Less than half (48%) of hospitality company boards report having a mandatory retirement age in their proxies, well below levels in the S&P 500, where 71% of boards disclose a mandatory retirement age. Mandatory retirement ages range from 72 to 76, with a median retirement age of 73.

mandatory retirement breakdown*

52% None or not listed

23% 72 years old

13% 75 years old

7% 73 years old

3% 74 years old

3% 76 years old

Compensation

Total director compensation

The total average per-director compensation for hospitality company directors is $264,465, 13 percent less than the S&P 500 average of $304,856. The average per director compensation ranges from $152,335 to $542,760, with three companies reporting average compensation of less than $200,000.

total average per director compensation breakdown

2019 2018
Less than $200,000

10%

0%

$200,000 to $250,000

29%

35%

$250,001 to $300,000

32%

40%

$300,001 to $350,000

19%

10%

More than $350,000

10%

15%

In 2019, 60% of directors’ total compensation was provided in the form of stock awards. When looking at individual companies, stock grants represent as much as 100% of director compensation and as little as 0%. While all but one hospitality company provide board directors with stock grants, only two provide stock options. Cash compensation represents 37% of directors’ total compensation, up from 32% in 2018.

director compensation breakdown*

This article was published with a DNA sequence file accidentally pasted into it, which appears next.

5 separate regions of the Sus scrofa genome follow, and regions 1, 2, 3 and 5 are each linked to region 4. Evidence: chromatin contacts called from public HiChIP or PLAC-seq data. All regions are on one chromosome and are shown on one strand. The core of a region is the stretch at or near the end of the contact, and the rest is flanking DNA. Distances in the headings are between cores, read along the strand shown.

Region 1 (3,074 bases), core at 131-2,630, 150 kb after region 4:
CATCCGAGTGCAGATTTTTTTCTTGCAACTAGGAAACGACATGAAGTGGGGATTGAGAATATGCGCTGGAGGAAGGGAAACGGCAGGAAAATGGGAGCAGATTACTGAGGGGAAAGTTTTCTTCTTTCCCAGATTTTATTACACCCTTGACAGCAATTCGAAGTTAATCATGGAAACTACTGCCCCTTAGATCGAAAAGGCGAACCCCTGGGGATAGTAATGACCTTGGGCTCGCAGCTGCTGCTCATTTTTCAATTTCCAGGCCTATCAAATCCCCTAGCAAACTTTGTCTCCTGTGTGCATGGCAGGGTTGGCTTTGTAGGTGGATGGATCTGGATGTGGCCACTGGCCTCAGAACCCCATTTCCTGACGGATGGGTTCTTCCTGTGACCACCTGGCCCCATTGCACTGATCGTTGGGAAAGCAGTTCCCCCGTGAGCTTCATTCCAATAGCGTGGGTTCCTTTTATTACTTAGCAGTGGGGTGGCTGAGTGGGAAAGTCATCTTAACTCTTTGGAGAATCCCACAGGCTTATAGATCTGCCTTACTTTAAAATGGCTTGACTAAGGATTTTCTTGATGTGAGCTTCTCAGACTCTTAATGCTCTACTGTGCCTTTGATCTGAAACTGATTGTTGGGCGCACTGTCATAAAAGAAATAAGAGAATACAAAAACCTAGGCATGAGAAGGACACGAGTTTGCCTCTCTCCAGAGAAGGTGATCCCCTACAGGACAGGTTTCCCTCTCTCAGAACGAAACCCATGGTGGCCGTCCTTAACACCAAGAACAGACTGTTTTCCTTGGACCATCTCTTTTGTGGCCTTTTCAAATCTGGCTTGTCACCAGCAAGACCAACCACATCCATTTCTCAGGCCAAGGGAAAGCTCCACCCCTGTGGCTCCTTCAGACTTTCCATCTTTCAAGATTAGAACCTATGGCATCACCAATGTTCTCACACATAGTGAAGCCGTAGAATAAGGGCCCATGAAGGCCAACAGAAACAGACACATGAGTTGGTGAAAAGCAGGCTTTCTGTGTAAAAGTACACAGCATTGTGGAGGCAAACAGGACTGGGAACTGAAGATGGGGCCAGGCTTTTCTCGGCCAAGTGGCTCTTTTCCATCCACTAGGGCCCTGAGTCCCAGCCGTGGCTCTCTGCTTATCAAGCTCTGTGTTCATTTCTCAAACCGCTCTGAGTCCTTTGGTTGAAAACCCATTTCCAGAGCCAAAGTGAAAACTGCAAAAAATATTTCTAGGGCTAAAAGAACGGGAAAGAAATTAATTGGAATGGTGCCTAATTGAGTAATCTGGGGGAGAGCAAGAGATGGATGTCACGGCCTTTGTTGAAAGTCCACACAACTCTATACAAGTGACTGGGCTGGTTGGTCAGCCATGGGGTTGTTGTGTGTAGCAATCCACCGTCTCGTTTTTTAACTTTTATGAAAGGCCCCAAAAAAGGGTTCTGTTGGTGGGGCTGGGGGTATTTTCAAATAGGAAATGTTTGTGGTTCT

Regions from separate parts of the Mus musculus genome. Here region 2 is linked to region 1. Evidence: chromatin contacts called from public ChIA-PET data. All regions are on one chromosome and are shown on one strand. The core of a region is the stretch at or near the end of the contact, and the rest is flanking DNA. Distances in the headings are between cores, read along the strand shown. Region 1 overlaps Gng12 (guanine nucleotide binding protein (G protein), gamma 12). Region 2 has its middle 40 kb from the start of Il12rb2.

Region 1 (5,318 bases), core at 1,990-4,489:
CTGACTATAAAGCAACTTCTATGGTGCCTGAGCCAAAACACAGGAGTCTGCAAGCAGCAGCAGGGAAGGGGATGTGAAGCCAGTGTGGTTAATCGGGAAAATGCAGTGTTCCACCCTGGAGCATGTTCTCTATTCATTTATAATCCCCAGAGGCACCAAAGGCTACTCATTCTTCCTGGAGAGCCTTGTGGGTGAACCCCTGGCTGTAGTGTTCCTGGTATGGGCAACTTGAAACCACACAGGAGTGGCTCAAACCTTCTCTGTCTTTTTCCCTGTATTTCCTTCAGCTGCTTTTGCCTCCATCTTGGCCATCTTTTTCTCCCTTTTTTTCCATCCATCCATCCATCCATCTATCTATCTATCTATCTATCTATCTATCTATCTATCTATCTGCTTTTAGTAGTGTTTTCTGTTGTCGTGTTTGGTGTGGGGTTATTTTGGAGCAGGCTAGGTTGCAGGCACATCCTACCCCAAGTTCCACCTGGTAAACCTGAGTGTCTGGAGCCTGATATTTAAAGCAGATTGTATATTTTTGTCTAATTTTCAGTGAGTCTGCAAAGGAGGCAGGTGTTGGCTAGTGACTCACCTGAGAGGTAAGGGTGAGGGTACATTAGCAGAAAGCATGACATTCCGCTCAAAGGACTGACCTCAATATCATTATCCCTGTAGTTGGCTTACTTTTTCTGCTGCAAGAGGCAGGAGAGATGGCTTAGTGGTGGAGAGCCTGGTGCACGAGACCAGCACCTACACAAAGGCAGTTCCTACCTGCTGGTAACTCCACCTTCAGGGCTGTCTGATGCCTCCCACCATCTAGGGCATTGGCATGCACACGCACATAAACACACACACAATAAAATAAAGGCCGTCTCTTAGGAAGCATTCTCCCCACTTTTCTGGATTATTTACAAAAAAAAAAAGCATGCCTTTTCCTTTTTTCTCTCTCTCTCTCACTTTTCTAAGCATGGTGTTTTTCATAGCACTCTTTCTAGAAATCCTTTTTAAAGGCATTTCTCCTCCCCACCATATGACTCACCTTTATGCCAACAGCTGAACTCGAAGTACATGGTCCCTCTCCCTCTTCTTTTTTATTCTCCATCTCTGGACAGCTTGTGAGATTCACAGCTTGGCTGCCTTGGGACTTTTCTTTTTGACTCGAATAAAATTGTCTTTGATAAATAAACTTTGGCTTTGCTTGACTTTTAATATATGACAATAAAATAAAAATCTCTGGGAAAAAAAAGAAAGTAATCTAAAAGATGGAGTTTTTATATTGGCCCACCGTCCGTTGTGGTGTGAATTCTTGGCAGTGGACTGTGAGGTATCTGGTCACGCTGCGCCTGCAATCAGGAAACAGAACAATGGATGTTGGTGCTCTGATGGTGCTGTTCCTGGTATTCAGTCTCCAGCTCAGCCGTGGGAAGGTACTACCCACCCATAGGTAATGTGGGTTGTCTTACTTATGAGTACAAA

2019 Hospitality & leisure

2018 Hospitality & leisure

2019 S&P 500

2018 S&P 500

Stock awards
60%
62%
57%
56%
Option grants
2%
1%
3%
4%
Cash fees
37%
32%
38%
38%
Other
2%
5%
2%
2%

*Numbers may not add to 100% due to rounding.

Introduction

Spencer Stuart is pleased to present the 2019 Hospitality & Leisure Corporate Governance Snapshot, highlighting the latest data and trends in board composition, board practices and director compensation for 31 U.S. hospitality and leisure companies.

In this report, we examine how hospitality companies compare to the broader S&P 500 index. We also, where appropriate, compare this year’s findings to a similar study we conducted in 2018. However, for the 2019 index, we used a larger group of companies (compared to last year’s 20) in order to offer a more representative industry sample, so year-over-year comparisons are directional only.

Our analysis is based on the most recent DEF14A proxy statements filed with the U.S. Securities and Exchange Commission between January 25, 2019, and October 29, 2019. Latest fiscal year revenue, where shown, was obtained from CapitalIQ. Total average compensation per non-employee director is based on non-employee director compensation tables included in each company’s proxy statement. The number includes all board and committee retainers and meeting fees, supplemental non-executive chairman and lead/presiding director fees, the value of equity compensation, and all other compensation paid in latest fiscal year.

  • Bloomin’ Brands
  • Booking Holdings
  • Brinker International
  • Carnival Corporation
  • Cedar Fair, L.P.
  • Chipotle Mexican Grill
  • Darden Restaurants
  • Dine Brands International
  • Domino’s Pizza
  • Dunkin’ Brands Group
  • Expedia Group
  • Hilton Worldwide Holdings
  • Host Hotels & Resorts
  • Hyatt Hotels Corporation
  • Marriott International
  • McDonald’s Corporation
  • MGM Resorts International